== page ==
Sulpicia is important because her few poems are the only poems written in Latin by a woman to have survived the centuries. We know from historical sources that educated Roman women did indeed write, and fragments of writings by women in other genres do exist. Her poems survived only because someone tucked them into the final volume of poems by Tibullus, published after his death. Tibullus, one of the Latin elegists, was a friend of Sulpicia’s uncle, Messalla, a patron of the arts. Sulpicia, Tibullus and Sulpicia’s younger brother are thought by historians to have been part of the circle of writers Messalla helped support.

It's thought she wrote her poems around age 15 to 19. But all we know for sure is what’s in them: She had a great and forbidden love with someone not of her social station. After that, she simply disappears. Scholars postulate she either married and wrote no more or died. My novel is about what happened to her—in my imagination, of course. I identified with her for all time when I read these bold and insistent lines, addressed to her lover:

     This day has brought a love
     it would shame me to conceal—
     won by song and prayer
     Venus gives him to my arms
     and all that she promised comes true.
     Let my love be told by the loveless,
     my letters go unsealed
     and any read them who will.
     If I sin, I glory in sinning:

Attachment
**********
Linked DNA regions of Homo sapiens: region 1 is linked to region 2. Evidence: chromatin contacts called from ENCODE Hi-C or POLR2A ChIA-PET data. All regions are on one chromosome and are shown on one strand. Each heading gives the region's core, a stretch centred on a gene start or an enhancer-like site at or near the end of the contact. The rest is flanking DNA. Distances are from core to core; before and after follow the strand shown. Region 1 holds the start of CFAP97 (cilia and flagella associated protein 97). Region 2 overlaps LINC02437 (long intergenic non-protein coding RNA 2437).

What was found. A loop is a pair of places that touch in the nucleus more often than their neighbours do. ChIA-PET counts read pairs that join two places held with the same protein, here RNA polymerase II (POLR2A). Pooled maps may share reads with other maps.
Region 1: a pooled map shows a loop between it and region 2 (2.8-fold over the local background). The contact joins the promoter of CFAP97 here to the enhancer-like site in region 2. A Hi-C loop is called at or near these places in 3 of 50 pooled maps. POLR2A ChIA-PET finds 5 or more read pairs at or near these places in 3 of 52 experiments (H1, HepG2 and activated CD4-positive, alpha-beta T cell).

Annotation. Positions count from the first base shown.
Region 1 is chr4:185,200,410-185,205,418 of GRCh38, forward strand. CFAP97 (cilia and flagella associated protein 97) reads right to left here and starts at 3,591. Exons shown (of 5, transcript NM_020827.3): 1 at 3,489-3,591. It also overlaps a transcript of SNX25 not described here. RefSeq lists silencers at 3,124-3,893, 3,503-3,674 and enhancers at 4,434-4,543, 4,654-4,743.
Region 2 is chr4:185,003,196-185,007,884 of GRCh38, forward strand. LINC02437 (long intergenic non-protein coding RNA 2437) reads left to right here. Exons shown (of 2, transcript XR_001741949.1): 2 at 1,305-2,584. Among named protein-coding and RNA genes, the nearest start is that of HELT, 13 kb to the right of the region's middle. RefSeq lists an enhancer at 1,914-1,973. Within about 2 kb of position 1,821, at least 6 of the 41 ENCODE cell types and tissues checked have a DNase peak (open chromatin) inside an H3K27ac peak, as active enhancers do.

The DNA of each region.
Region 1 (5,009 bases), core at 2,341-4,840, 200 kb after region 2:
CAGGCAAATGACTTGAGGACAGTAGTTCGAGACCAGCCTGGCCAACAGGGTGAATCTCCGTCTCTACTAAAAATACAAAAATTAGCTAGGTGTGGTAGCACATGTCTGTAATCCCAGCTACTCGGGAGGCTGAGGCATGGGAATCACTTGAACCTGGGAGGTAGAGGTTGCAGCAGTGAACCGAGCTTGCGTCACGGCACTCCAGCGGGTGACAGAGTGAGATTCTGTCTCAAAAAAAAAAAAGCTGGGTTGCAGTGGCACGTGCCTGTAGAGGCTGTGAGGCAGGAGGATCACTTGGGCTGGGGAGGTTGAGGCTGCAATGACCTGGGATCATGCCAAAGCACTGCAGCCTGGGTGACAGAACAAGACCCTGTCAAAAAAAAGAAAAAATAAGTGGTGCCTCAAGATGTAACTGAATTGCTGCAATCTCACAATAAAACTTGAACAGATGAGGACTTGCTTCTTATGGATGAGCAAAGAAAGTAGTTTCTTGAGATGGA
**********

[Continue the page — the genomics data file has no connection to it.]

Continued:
I will not wear virtue’s mask—
     the world shall know we have met
     and are worthy, one of the other.

She lived. She loved. She wrote about it. She disappeared. 

Will I do the same?

I have imagined often what it will be like to finish my days on earth and not finish my stories—never to complete what I set out to do, what I told everyone I wanted. Will someone like me, centuries from now, discover my bits and piece and imagine what connected them? What’s missing? Will she wonder what I wonder of Sulpicia? What happened to her? Where did she go? Will I speak to this future writer from my grave of paper wads and empty ink cartridges, as I believe Sulpicia speaks to me from her grave of wax tablets and papyrus?

Someone in a writing group I attended once asked when I finished reading an excerpt, “How is it that someone with your talent hasn’t already written many, many books?”

The honor she paid me touched me deeply, and my eyes clouded with tears because of how it filled me up and emptied me out all at once. The answer I gave her works for all the questions in this essay: “I don’t know,” I whispered and bowed my head. I felt shame.

I still don’t know. I feel like a failure most of the time, but I keep writing something. 

A Postscript

Part of what sets apart my writing workshops is that I take the same risks I ask participants to take: I write along with them and read aloud what I wrote at least once in each session. When I finished reading this piece, again there was a hush. I let the silence ride. Eventually a woman spoke. "I thought I was the only one who felt that way," she said. Others voiced and nodded agreement.

It helps to know we're not alone on this journey. Sulpicia had the Messalla Circle. I'm glad to have all of you. Love is not the only thing it shames us to conceal.

Please enjoy this recording of Gwendolyn Brooks reading "The Mother."